Is music streaming fairly compensated?

Woman with headphones listens to music from smartphone

How should revenues from music streaming be distributed among artists? Under the current model, users also pay for music they do not listen to. A recent study by Kühne Logistics University and Universität Hamburg compares this “pro rata” model with an alternative, user-centered payment model. The results show that a user-centered payment model could be fairer – and is also applicable to other sectors. The results have been published in the Journal of the Academy of Marketing Science.

Currently, the money that streaming services like Spotify earn through user fees or advertising is distributed to rights holders using a so-called “pro rata” model. This means that all revenues are aggregated and allocated to an artist based on their share of total views. As a result, users could also pay for music they do not listen to. The study compared this model with an alternative, user-centric model. Here, each user's revenue is allocated to the artists he or she listened to in a given month - i.e., based on individual usage.

Prof. Dr. Dr. h.c. Sönke Albers, co-author of the study, shares some insights.

Prof. Albers, is the current “pro rata” model used by streaming services such as Spotify unfair in your view?

Prof. Albers: In the pro rata model all users’ streams on a streaming service are thrown together, and the artists are paid according to the total number of streams. It doesn’t take into account individual Spotify users’ willingness to pay or their frequency of use. So sometimes users subsidize artists they’ve never listened to. Users with high streaming numbers determine which artists get paid and how much at the expense of users with fewer streams. This leads to privileging mainstream music to the disadvantage of niche genres.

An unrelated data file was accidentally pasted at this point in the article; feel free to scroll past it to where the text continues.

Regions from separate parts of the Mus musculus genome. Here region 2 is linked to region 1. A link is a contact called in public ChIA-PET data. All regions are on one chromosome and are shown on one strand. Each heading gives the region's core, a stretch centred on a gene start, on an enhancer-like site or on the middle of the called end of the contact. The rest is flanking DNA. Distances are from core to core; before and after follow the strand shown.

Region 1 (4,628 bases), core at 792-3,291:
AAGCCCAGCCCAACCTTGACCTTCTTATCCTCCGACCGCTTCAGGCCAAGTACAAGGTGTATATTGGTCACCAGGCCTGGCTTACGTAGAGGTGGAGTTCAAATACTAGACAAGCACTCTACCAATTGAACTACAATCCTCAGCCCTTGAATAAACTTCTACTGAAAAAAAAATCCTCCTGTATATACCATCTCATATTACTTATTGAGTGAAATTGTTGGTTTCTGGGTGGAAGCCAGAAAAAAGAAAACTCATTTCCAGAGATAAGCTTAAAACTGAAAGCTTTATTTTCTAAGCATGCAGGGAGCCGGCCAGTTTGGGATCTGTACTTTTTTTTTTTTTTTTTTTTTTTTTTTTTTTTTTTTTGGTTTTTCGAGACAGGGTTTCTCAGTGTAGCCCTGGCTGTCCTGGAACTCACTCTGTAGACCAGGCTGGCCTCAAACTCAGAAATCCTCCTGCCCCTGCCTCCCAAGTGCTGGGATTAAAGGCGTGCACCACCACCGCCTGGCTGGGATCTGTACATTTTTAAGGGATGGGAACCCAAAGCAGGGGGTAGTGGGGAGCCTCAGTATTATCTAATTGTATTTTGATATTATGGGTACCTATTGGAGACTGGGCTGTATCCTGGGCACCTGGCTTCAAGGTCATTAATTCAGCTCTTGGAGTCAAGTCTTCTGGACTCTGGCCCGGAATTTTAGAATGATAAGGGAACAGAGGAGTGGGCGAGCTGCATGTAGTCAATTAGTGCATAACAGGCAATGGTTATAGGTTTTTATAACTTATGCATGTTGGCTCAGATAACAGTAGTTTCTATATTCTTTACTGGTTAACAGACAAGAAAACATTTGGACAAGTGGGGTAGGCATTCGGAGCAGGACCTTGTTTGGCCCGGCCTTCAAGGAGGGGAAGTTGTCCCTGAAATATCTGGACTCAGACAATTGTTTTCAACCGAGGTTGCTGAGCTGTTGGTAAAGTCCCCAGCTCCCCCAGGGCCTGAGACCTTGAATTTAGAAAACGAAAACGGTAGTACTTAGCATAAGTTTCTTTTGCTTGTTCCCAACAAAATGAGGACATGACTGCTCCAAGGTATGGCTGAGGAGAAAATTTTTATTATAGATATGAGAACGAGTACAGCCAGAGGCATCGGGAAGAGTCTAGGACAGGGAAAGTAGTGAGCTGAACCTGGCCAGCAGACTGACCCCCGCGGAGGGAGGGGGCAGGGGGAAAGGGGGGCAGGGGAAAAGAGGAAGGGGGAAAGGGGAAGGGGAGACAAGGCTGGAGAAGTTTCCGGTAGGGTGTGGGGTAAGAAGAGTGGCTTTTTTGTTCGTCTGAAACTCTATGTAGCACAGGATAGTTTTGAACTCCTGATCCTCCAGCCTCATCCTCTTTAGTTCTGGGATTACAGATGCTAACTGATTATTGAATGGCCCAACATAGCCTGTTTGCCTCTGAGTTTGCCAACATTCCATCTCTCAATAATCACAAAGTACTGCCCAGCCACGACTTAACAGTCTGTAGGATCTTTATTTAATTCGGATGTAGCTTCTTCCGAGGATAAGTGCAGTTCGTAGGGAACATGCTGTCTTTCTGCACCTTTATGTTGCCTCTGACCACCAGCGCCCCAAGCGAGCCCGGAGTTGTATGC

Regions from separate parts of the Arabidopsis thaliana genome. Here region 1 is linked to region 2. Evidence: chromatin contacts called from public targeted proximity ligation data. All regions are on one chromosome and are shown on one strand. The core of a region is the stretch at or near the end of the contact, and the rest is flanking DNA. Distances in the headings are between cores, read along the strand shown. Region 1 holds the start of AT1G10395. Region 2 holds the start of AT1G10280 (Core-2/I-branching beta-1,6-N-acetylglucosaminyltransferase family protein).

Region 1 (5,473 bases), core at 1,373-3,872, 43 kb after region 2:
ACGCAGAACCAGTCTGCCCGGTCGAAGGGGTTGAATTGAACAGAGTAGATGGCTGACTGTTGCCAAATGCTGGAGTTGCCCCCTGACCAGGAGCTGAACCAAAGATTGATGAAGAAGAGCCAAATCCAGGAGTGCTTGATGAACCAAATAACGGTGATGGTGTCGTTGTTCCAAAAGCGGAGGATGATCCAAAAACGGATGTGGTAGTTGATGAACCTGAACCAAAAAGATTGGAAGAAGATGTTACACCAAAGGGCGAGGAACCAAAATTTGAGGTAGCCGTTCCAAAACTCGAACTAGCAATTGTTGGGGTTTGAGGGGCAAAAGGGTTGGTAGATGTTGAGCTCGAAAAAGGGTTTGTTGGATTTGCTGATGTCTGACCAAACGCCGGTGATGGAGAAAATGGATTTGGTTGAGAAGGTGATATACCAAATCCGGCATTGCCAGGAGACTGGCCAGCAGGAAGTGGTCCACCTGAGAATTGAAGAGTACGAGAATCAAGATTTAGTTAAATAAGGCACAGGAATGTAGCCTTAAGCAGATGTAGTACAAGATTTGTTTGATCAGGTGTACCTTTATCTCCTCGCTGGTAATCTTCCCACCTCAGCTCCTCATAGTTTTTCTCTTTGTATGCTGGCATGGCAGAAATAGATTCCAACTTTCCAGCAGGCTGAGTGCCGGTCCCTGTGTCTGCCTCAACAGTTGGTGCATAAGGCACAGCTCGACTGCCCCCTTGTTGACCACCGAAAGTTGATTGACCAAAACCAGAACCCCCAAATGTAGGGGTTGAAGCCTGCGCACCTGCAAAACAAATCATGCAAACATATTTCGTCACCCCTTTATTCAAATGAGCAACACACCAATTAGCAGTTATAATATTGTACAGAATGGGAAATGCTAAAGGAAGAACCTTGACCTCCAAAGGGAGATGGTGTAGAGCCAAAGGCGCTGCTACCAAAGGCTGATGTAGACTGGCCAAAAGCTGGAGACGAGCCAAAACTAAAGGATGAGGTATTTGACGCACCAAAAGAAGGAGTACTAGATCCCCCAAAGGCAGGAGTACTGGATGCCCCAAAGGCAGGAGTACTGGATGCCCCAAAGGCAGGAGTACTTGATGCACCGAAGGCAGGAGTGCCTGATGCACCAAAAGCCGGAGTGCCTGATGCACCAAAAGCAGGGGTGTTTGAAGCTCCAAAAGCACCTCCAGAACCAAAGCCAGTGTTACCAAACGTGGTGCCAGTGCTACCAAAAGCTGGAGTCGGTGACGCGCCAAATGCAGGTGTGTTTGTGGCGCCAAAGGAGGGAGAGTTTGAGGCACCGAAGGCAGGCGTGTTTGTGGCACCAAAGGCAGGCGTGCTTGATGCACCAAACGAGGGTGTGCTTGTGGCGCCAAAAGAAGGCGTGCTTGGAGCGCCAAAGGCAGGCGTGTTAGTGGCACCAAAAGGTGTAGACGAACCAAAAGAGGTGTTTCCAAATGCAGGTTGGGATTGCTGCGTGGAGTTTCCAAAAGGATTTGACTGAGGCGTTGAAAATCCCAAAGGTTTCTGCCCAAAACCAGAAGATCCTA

What consequences would switching to a user-centered payment model have in the music industry?

Prof. Albers: In a user-centered payment model, Spotify’s revenue isn’t distributed proportionally to total streams, rather proportionally to the number of streams per individual user. So the revenue that Spotify gains from an individual user goes straight to the artists who the user streams. This is fairer, and by the way, it can’t be affected by fraudulent activities such as auto-streaming all night.

Do these findings apply to other sectors?

Prof. Albers: What’s interesting is that there are many other situations in which a pot of revenue from flat rates has to be distributed among various providers. Currently, the revenue from the 9-euro monthly ticket in Germany has to be distributed among the local transport operators offering it. Distributed by estimated use, operators in metropolitan areas will profit. However, people in rural areas may have bought quite a lot of 9-euro tickets but used them for fewer, more necessary trips. In this case revenue distribution by individual user would be fairer. You can do this by implementing e-ticketing, in which use is recorded electronically per individual user via sensors. 

Publication: Meyn, Janek, Michael Kandziora, Sönke Albers, and Michel Clement (2022): Consequences of Platforms' Remuneration Models for Digital Content: Initial Evidence and a Research Agenda for Streaming Services. Journal of the Academy of Marketing Science.